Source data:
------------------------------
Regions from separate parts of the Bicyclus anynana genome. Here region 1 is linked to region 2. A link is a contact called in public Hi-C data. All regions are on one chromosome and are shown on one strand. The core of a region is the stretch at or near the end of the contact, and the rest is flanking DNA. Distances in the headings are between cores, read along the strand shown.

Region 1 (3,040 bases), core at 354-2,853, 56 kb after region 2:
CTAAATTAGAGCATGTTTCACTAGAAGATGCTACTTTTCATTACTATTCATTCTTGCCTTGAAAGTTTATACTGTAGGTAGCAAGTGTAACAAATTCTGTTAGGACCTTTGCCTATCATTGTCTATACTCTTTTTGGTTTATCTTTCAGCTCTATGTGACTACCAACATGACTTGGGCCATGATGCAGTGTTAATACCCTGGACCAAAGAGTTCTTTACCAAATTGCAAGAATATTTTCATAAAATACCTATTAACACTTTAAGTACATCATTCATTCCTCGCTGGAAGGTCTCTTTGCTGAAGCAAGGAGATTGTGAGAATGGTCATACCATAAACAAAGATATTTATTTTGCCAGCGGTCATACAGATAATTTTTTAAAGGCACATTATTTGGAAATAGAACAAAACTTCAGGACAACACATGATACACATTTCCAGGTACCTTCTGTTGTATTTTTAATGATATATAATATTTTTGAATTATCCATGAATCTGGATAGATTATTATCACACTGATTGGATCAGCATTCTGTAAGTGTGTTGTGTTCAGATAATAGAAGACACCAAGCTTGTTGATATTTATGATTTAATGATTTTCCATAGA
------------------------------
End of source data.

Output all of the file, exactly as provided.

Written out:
Regions from separate parts of the Bicyclus anynana genome. Here region 1 is linked to region 2. A link is a contact called in public Hi-C data. All regions are on one chromosome and are shown on one strand. The core of a region is the stretch at or near the end of the contact, and the rest is flanking DNA. Distances in the headings are between cores, read along the strand shown.

Region 1 (3,040 bases), core at 354-2,853, 56 kb after region 2:
CTAAATTAGAGCATGTTTCACTAGAAGATGCTACTTTTCATTACTATTCATTCTTGCCTTGAAAGTTTATACTGTAGGTAGCAAGTGTAACAAATTCTGTTAGGACCTTTGCCTATCATTGTCTATACTCTTTTTGGTTTATCTTTCAGCTCTATGTGACTACCAACATGACTTGGGCCATGATGCAGTGTTAATACCCTGGACCAAAGAGTTCTTTACCAAATTGCAAGAATATTTTCATAAAATACCTATTAACACTTTAAGTACATCATTCATTCCTCGCTGGAAGGTCTCTTTGCTGAAGCAAGGAGATTGTGAGAATGGTCATACCATAAACAAAGATATTTATTTTGCCAGCGGTCATACAGATAATTTTTTAAAGGCACATTATTTGGAAATAGAACAAAACTTCAGGACAACACATGATACACATTTCCAGGTACCTTCTGTTGTATTTTTAATGATATATAATATTTTTGAATTATCCATGAATCTGGATAGATTATTATCACACTGATTGGATCAGCATTCTGTAAGTGTGTTGTGTTCAGATAATAGAAGACACCAAGCTTGTTGATATTTATGATTTAATGATTTTCCATAGA